I hope everyone had a fabulous weekend! Yesterday morning, at around 8:45am I began an eight mile run. Everything was going great, the weather was perfect, I was testing out a new route, and my lungs and legs were feeling great, well that is until mile 6. Around mile 6, my hips decided to celebrate their 85th birthday right in the middle of my run. My IT-band tightened up, my hips got stiff, and I kept hearing a strange popping noise (never a good sign)! I finished the run, and couldn't wait to spend some quality time with my foam roller! I truly believe my little blue foam roller is one of my best friends! I use it on my neck when I have a headache, on my quadriceps when I get a little crazy in my sculpting classes, and on my IT-band when my hips decide to act like they're ancient! Have you ever tried foam rolling?
Benefits of Foam Rolling:
- Self-myofascial release (similar benefits to a deep tissue message)
- Increases flexibility
- Decreases muscle tension and soreness
- Helps prevent injury
- Improves performance
- Speeds recovery
- Fix postural problems
So how does it work?
Foam rolling essentially is a way to experience myofascial release without going to a masseuse. It is not quite as effective as getting a deep tissue message, but you can do it anytime, anywhere! Foam rolling works via the Golgi Tendon Organ (GTO) in the muscle tendon area. When you apply pressure/tension to the point where the muscle believes it is at risk of injury, the GTO responds by relaxing the muscle. This response is called autogenic inhibition. By stimulating the GTO, we are able to cause relaxation of the muscle and consequently the fascia surrounding it. This allows us the achieve the stretch and range of motion we are after.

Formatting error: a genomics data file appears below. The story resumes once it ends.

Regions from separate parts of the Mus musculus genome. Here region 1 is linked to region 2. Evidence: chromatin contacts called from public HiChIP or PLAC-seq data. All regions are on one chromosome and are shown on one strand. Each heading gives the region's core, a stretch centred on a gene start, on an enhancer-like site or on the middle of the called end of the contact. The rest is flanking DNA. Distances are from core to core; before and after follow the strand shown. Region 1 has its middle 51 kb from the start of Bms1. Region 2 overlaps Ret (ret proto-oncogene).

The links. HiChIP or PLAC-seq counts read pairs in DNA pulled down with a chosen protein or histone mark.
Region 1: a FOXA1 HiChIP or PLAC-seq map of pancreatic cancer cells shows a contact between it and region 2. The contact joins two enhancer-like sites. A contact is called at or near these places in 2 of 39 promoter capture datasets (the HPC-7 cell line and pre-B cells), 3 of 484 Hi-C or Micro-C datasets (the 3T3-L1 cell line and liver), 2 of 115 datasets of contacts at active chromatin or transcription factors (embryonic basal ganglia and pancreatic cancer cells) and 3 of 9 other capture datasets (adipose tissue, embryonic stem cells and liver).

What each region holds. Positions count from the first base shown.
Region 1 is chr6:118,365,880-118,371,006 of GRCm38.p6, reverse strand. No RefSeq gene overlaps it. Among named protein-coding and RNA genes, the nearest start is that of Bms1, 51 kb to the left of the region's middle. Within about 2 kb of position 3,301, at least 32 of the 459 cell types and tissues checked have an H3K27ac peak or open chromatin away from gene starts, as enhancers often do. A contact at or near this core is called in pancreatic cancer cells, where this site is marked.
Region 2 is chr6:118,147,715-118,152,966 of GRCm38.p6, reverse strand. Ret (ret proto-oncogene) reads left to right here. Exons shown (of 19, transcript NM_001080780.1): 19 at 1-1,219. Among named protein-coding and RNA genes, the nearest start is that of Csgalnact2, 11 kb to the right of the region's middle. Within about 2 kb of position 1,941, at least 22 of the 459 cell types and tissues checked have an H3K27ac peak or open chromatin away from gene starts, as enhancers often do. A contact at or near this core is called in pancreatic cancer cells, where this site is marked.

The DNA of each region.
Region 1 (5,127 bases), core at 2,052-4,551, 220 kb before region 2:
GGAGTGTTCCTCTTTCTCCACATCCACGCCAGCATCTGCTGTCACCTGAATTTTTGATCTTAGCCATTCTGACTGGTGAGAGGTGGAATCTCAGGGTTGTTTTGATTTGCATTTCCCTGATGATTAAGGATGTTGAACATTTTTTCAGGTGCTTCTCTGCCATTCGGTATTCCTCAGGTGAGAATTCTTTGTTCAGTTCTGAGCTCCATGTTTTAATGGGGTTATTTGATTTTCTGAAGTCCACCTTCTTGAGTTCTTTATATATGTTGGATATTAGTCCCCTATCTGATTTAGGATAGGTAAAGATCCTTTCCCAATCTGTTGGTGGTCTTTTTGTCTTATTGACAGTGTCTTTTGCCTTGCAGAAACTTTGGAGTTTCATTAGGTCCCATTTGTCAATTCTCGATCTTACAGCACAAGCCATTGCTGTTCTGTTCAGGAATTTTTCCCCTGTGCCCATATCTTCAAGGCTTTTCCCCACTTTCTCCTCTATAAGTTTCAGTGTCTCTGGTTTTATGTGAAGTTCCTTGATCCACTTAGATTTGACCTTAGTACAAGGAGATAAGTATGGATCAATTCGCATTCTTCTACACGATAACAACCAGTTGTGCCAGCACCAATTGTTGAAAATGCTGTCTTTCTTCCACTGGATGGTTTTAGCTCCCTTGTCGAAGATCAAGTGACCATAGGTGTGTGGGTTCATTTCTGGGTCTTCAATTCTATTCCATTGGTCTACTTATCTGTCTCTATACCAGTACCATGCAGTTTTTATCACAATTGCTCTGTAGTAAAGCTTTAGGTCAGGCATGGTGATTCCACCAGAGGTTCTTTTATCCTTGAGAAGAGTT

Tips For Foam Rolling:
- Concentrate on sore or tight areas of the body
- Be sure to roll the full length of the muscle
- Make sure your muscles are warm before you begin your rolling session.
- Stop on sore spots (trigger points) until the pain begins to fade, then return to rolling the full length of the muscle.
- Always go slowly, it might hurt more, but it is well worth it!
- Avoid rolling over bony areas and/or joints.
- Roll over each area a few times until you feel it relax. Expect some discomfort. It may feel very tender or bruised at first.
- Roll the injured area (ex: my it-band) 2-3 times a day. For prevention of injuries 2-3 times a week is recommended.
Glutes & Hamstrings: Begin by sitting on the roller with the soft, meaty part of your glutes directly on top of the roller. Then slowly roll back and forth and slightly side to side to release any tight sports in the muscle. Slowly roll down your leg toward your knee and work the hamstrings in the same way. (picture above). Change your position from side to side to work the entire muscle. Slowly roll from the buttock down to the knee pausing on any tight or sore spots. You can increase the pressure by crossing one leg over the other.
Pictures taken from: about.com
If you don't have a foam roller at home, you might check at your local gym. Many fitness facilities have foam rollers near the stretching area, or they might even keep them behind the desk. If you have never tried foam rolling, I hope you will give it a try. Foam rolling can truly benefit everyone, not just runners!
Food for thought:
Have you ever tried foam rolling?
If so, what did you think?
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